How to Eat Better at Home, Plus a Superfood Breakfast Recipe
Desiree Nielsen's blushing beet smoothie harnesses the anti-inflammatory benefits of the beet with a sweet-tart flavour that's perfect for breakfast. Photo: Eat More Plants
Eating better at home isn’t always easy, especially when you’re there all day, all the time. But it’s important to be mindful of what we eat and how we shop for food, no matter what the circumstances.
“Inflammation is supposed to protect us from infection or injury; however, the less we sleep, the more stressed we are, and the less we nourish our bodies with whole foods, the more our lifestyle becomes the source of injury,” says Desiree Neilsen, a Vancouver-based registered dietitian, author of the plant-based cookbook Eat More Plants and host of The Urban Vegetarian.
“Eating more plant foods is a powerful step in fighting chronic inflammation as plants contain plenty of fibre and anti-inflammatory phytochemicals that help foster a healthy gut microbiota and support a balanced inflammatory response.” And, perhaps more importantly, it will help us curb bad eating habits. “Eating more plants will help us move away from the high-sugar, high-saturated fat, low-fibre eating pattern that is associated with chronic inflammation and disease,” she says.
How to eat well when you’re home more often
When you’re at home all the time, it is quite tempting to abandon routine (no breakfast! toast for dinner!) but maintaining structure in your eating habits will help you stay well nourished. Set regular meal times. Ensure that you always have some source of protein like fish or tofu and some fruits or vegetables at each meal. If you aren’t inspired to do a lot of cooking, follow the ‘cook once, eat twice’ rule: every time you cook, make a double batch. Whether it’s a one pot meal like chili that can be frozen, or grilled vegetables and proteins that can be repurposed for wraps or salads throughout the week, it will make eating well far easier.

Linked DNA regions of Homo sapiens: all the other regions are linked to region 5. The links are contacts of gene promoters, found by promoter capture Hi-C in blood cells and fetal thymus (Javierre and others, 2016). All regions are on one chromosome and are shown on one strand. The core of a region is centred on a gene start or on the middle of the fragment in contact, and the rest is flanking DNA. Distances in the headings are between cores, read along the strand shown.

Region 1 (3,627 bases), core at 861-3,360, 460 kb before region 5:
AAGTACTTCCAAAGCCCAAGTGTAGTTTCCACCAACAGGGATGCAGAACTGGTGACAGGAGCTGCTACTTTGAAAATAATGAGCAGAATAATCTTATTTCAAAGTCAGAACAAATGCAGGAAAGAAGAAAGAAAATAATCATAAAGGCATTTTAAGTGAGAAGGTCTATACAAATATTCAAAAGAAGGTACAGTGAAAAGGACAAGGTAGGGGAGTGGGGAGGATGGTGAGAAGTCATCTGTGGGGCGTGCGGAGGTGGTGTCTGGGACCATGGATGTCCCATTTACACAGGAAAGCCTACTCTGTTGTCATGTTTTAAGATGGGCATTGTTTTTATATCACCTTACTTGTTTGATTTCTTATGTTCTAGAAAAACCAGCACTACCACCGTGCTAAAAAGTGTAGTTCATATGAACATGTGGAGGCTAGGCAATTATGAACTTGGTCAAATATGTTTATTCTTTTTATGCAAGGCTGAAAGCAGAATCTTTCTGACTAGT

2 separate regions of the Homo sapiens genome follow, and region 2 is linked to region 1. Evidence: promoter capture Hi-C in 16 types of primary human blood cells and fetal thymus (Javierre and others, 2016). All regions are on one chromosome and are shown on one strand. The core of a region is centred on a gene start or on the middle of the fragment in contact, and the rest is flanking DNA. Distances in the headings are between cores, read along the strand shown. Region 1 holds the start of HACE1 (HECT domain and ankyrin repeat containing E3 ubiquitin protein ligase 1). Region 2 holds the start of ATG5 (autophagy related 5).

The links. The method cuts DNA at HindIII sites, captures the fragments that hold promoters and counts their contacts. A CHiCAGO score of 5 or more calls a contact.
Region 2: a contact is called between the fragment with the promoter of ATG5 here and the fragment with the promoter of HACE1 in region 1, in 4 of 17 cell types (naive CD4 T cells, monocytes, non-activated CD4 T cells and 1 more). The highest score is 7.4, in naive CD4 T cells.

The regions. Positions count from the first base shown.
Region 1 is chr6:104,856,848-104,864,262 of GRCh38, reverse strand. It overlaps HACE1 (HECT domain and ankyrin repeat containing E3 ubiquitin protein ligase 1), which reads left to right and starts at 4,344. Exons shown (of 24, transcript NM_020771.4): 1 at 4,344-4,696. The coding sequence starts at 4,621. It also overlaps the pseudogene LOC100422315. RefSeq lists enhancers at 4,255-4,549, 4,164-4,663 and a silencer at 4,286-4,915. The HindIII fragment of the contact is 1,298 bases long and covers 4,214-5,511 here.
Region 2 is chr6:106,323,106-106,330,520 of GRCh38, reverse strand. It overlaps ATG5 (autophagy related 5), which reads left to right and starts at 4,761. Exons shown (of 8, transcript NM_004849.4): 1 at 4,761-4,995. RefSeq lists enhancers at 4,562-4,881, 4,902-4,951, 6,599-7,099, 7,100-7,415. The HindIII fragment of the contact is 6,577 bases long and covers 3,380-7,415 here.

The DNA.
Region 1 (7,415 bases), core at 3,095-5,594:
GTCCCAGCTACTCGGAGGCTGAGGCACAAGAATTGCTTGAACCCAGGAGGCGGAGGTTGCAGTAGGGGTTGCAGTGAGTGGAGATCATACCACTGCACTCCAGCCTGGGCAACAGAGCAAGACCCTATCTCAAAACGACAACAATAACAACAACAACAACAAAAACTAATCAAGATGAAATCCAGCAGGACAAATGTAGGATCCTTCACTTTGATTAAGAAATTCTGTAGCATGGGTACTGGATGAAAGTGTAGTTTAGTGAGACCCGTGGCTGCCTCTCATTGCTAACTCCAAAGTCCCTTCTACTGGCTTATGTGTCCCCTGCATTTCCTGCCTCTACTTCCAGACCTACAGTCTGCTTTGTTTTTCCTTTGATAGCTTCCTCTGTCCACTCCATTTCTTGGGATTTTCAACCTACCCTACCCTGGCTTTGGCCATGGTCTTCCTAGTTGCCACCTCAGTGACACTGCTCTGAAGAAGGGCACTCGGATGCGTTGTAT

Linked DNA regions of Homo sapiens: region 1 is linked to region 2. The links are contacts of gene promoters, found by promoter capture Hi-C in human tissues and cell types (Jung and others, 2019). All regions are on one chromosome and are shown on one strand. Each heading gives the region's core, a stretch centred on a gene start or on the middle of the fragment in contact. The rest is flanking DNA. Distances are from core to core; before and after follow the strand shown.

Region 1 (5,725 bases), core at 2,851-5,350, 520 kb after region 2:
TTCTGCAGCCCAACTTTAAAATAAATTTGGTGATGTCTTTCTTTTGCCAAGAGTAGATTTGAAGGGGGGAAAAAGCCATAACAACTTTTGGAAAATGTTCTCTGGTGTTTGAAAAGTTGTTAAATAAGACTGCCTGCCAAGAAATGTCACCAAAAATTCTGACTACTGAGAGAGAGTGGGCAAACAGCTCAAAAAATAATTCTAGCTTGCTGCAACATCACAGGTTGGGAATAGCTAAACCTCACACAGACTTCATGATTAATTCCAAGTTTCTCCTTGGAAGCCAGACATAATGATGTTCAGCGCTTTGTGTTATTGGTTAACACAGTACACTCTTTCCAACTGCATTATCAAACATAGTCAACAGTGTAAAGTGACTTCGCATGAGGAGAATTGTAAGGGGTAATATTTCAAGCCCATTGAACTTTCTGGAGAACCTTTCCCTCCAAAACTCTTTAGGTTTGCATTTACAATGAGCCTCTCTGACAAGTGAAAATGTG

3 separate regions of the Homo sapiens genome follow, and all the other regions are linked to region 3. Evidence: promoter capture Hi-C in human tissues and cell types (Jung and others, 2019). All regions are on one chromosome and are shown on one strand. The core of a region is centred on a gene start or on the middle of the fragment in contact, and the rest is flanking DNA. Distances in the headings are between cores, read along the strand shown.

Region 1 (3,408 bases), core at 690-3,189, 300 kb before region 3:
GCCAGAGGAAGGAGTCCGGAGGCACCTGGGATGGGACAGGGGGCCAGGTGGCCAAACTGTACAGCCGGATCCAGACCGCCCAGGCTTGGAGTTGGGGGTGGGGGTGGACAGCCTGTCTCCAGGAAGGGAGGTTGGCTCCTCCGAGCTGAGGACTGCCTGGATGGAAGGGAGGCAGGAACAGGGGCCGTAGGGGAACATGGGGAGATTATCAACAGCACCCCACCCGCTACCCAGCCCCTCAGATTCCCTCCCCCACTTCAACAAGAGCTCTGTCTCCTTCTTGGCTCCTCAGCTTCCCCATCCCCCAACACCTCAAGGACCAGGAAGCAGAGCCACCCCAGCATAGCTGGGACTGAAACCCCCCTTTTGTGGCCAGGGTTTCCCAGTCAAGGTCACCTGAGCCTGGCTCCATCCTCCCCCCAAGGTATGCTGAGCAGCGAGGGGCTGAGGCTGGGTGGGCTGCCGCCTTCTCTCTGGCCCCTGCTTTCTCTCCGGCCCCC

Use Plant-Based Ingredients
Plant-based protein such as beans, nuts and seeds are economical and can help you stay healthy and energized. If you’ve been curious about eating more plants, start with simple plant-based swaps for the foods you consume everyday. Swirl a creamy soy beverage, such as Silk Unsweetened Soy, into your oats instead of milk. Soy beverages offer plenty of bone-saving calcium along with plant-based protein.
How to Plan Your Grocery Store Shop
To minimize trips to the grocery store, focus on versatile foods with a long shelf life, such as canned beans and tomatoes, whole grains like millet or barley and long storage produce such as carrots, onions, apples and oranges. These foods can be put together in a myriad of ways, from soups and stews to pilafs and casseroles. The secret to making pantry staples more exciting is to have fun with different spices and condiments. Ensure your fridge is stocked with plenty of flavour options, from fresh lemons and garlic to soy sauce and pesto. Keep a few extra dried spices on hand too. Cumin adds an earthy depth to black beans and rice or curries. Oregano is delicious with roasted potatoes or in tomato sauces. And cardamom is a delicious twist for Scandinavian-inspired baking.
Blushing Beet Smoothie Bowl
DAIRY-FREE | GLUTEN-FREE | PALEO-FRIENDLY | VEGAN | VEGETARIAN
Acai bowls are great, but berries that need to be flown across the globe are not the most eco-friendly choice when we have beets – an awesome homegrown superfood. I love beets because their intense jewel hue belies a bounty of anti-inflammatory benefits. They contain pigments called betalains, which help to fight inflammation, and if you tend to get a little hot under the collar, beets also help to lower blood pressure. The raspberries balance out the earthiness of the beets for a sweet-tart treat that will brighten your morning.
1½ cups (375 mL) frozen raspberries
½ cup (125 mL) peeled roughly chopped cooked red beets
½ frozen ripe banana, roughly chopped
(about a 3-inch/8 cm piece)
1 tablespoon (15 mL) ground flaxseed
1 lemon slice (¼ inch/5 mm thick), skin on
½ cup (125 mL) unsweetened almond milk or soy milk
1 scoop vanilla protein (optional)
Toppings (optional) Slivered raw almonds Chia seeds
Unsweetened coconut flakes Unsweetened granola Pomegranate seeds
- In a high-speed blender, combine the raspberries, beets, banana, flaxseed, lemon, almond milk, and vanilla protein (if using). Blend until smooth. The mixture should be thick.
- Pour into chilled bowls, add desired toppings, and serve immediately.
Tip: Smoothie bowls are really just smoothies, heavy on the frozen fruit and light on the liquid. Cooking for one? Pour the remaining smoothie mixture into a freezer-safe container and store in the freezer for the next day. Remove from the freezer as soon as you wake up and it will be ready to eat in about 20 minutes.
Excerpted from Eat More Plants by Desiree Nielsen. Copyright © 2019 by Desiree Nielsen. Published by Penguin, an imprint of Penguin Canada, a division of Penguin Random House Canada Limited. Reproduced by arrangement with the Publisher. All rights reserved.
A version of this story was originally published on May 7, 2020.
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